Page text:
Preface: Until Christ is Formed in You

From Until Christ is Formed in You: Dallas Willard and Spiritual Formation, ed. Steven L. Porter, Gary W. Moon, and J. P. Moreland. Abilene Christian University Press, 2018.


“My little children, for whom I am again in the anguish of childbirth until Christ is formed in you!”

-Gal. 4:19

It is clear from Paul’s letters that he was indeed passionately concerned for the spiritual formation of those he pastored. To the Galatians he admonished, “O foolish Galatians! Who has bewitched you? . . . Having begun by the Spirit, are you now being perfected by the flesh?” (Gal. 3:1, 3). To the flock in Corinth he wrote, “But I, brothers, could not address you as spiritual people, but as people of the flesh, as infants in Christ. I fed you with milk, not solid food, for you were not ready for it” (1 Cor. 3:1–2). And to the church in Ephesus, “In [Christ] you also are being built together into a dwelling place for God by the Spirit. For this reason, I bow my knees before the Father . . . [that] he may grant you to be strengthened with power through his Spirit in your inner being” (Eph. 2:22, 3:14, 16). Paul’s letters make it clear that he was one who had tasted of the goodness of the Way of Jesus and as a result he was unrelentingly dedicated to do what he could to guide others into that transformational Way of life.

We daresay Dallas Willard was equally passionate about the spiritual formation of those whom his life, work, and ministry had the opportunity to touch. We dare to say this because it was no doubt the same energizing Spirit that moved Dallas as moved Paul. In speaking of his ministry goal to “present everyone mature in Christ,” Paul writes, “For this I toil, struggling with all his energy that he powerfully works within me” (Col. 1:28–29). Dallas struggled with that same energizing presence as he toiled to clarify the vision of life with Christ, the necessity of intentionality in being conformed to Christ, and the various grace-filled means of entering more deeply into the kingdom of the God and Father of our Lord Jesus Christ. Dallas, like Paul, not only embodied such a life but he earnestly sought to instruct others in it. In so doing, he was not so much remarkable as he was what should be expected time and time again when the Spirit of Jesus takes hold of one’s life.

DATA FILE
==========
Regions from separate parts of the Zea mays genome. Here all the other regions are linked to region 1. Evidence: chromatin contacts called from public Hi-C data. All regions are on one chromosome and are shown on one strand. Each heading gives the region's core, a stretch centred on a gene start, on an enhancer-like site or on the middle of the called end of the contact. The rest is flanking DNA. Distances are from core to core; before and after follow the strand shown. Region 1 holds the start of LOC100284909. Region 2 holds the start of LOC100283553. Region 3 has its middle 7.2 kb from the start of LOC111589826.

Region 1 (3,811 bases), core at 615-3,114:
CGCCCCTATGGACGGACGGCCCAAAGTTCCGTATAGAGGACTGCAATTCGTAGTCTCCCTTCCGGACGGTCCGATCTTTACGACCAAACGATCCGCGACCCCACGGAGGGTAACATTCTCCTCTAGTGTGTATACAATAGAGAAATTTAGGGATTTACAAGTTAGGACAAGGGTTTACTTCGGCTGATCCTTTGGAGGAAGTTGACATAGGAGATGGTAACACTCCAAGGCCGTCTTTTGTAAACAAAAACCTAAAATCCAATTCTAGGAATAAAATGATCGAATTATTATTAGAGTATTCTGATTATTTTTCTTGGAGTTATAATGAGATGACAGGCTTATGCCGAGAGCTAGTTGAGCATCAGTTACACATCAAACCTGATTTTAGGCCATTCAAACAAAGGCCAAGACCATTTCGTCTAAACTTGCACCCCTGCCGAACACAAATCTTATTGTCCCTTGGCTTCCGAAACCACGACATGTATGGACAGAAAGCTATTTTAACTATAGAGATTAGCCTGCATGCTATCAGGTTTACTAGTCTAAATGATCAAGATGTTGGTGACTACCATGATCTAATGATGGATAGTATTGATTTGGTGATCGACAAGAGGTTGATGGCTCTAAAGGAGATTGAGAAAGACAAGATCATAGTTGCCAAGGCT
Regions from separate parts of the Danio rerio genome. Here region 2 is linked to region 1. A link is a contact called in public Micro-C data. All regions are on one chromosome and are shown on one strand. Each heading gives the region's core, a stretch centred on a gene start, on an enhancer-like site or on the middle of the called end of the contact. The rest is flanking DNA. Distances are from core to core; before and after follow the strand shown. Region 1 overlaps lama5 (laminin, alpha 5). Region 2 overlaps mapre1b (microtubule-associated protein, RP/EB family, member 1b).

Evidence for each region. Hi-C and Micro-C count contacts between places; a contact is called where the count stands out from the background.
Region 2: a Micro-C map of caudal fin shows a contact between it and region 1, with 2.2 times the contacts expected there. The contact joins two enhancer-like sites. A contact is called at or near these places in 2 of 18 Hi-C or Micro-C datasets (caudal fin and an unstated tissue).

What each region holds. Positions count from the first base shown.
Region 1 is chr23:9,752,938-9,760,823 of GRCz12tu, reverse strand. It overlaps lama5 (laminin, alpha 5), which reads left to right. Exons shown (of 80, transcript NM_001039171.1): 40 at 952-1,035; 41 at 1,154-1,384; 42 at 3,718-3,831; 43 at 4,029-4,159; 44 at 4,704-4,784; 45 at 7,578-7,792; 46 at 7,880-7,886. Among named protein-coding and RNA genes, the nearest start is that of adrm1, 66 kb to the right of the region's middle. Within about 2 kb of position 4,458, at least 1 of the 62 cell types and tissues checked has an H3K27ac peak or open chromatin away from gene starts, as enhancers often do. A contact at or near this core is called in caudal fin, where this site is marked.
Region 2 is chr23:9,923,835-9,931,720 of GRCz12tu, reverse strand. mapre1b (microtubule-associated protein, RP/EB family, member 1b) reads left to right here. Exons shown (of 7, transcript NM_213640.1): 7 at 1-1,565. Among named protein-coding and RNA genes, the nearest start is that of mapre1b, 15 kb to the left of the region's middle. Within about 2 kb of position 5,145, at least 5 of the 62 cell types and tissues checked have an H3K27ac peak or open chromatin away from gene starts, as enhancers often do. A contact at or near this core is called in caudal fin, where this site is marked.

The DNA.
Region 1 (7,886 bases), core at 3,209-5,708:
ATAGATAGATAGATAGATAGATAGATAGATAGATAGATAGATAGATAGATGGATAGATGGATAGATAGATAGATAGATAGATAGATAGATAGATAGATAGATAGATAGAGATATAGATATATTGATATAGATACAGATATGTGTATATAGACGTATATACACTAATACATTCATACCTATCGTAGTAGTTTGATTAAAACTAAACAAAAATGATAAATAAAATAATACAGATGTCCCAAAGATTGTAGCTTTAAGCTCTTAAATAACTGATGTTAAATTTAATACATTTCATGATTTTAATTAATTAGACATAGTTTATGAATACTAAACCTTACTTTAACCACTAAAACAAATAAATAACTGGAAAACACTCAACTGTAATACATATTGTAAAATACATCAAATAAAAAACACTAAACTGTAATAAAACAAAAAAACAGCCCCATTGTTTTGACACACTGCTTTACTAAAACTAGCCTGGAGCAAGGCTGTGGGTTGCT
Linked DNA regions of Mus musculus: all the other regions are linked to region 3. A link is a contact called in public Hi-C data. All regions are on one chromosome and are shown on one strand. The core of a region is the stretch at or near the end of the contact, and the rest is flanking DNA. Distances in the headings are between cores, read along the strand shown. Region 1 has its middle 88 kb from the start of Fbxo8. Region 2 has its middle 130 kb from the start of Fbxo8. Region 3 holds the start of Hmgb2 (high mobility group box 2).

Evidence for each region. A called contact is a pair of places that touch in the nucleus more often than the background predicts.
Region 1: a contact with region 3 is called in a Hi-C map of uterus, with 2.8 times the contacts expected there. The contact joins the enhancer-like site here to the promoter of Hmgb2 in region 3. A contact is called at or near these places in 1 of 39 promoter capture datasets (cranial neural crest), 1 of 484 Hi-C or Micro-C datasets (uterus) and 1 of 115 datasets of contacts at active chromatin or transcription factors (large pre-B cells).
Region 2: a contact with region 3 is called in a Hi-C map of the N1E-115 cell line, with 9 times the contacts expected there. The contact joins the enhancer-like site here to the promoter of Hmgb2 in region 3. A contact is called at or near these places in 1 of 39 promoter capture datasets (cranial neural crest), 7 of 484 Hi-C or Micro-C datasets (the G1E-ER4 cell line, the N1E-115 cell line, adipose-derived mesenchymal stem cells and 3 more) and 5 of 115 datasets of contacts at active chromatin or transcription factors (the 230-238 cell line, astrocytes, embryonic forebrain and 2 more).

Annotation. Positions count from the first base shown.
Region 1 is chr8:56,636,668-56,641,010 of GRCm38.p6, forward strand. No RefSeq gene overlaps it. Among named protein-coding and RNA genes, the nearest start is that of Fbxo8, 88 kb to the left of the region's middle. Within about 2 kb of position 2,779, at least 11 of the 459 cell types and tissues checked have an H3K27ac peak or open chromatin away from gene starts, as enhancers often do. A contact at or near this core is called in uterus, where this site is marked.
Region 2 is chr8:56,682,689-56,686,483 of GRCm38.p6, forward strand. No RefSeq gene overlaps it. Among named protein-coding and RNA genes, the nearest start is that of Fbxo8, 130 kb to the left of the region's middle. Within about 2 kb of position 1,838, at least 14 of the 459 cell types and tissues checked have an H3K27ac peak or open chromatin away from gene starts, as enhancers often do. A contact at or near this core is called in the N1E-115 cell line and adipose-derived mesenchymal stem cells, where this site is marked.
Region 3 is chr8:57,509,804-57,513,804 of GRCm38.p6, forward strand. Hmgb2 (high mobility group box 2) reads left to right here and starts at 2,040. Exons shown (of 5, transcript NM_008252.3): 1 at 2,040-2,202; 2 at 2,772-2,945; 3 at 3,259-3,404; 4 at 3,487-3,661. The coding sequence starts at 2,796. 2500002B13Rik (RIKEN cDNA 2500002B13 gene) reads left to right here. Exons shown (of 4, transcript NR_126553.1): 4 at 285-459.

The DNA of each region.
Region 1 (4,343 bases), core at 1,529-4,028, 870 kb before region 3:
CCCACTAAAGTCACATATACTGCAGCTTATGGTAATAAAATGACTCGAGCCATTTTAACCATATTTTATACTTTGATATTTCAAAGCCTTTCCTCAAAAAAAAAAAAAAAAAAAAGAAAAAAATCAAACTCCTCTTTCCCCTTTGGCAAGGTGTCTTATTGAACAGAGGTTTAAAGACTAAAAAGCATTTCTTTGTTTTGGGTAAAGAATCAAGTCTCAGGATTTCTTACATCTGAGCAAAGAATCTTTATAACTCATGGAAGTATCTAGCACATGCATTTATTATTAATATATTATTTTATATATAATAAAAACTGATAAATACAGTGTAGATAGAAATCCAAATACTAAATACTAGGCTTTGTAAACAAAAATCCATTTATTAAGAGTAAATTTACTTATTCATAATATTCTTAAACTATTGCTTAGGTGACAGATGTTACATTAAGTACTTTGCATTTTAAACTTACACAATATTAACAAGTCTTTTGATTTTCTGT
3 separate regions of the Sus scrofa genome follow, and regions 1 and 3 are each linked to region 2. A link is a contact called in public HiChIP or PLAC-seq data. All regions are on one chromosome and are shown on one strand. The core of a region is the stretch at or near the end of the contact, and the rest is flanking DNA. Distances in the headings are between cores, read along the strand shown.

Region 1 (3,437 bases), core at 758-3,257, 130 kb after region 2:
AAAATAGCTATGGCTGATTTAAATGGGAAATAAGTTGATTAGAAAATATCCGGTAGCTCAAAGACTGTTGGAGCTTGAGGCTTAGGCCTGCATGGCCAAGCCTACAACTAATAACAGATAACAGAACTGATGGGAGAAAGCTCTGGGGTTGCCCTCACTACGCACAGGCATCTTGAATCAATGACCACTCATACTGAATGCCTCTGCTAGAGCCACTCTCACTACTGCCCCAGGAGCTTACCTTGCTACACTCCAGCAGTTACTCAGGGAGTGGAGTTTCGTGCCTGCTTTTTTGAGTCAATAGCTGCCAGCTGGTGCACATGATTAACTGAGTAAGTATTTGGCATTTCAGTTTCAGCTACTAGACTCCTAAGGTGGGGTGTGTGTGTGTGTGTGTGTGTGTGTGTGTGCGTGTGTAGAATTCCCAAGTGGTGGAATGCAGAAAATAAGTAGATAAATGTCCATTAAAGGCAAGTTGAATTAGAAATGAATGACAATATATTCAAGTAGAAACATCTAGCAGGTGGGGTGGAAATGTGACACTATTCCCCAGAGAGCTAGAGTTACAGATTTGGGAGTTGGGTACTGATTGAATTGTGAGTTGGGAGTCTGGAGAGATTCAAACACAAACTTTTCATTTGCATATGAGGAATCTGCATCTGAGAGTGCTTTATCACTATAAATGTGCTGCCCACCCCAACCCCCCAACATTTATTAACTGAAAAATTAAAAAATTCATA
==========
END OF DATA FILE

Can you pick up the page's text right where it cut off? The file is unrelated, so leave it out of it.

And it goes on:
Much, but certainly not all, of Willard’s written instruction can be found in what is referred to in this book as the Willardian corpus: Hearing God, The Spirit of the Disciplines, The Divine Conspiracy, Renovation of the Heart, and Knowing Christ Today. These five books—Willard’s pentalogy—along with The Great Omission and several posthumous publications are the best place to go for interaction with Willard’s views on formation.”[1] But as with any scholar, the reach of one’s work is often extended, refined, defended, and re-articulated afresh by others. Due to the methodological breadth of Willard’s writings in formation, these others include philosophers, theologians, biblical scholars, psychologists, historians, sociologists, and so on.

And yet, to date Willard’s writings in spiritual formation have not received as much scholarly attention as might be expected (chapter one of this book briefly explores why this might be the case). While many academic theologians, philosophers, psychologists, and the like have been heavily influenced by Willard’s writings, his views have not received extensive treatment by scholars in their own academic work. While Willard’s books might be referenced here or there, they are not often critically engaged.”[2]

Part of the barrier to academic reflection on Willard’s formation writings is that he was not writing with an academic audience in mind. In fact, Willard was once asked in conversation whether he wrote for an academic or a lay audience. Dallas responded that he did not so much think about writing for this or that group. Rather, he wrote what he felt needed to be said.

It seems Willard left the make-up of his audience up to his audience and, no doubt, the Spirit of God. Perhaps because of this approach, Willard’s books are difficult to classify. They are not typical of academic works in theology, biblical studies, or philosophy. Nor are they standard popular-level writings. And partly for this reason, his writings can easily be missed by both audiences. The popular audience finds it hard to slog through sixty-page chapters (see The Divine Conspiracy) and the academic audience doesn’t see enough footnotes.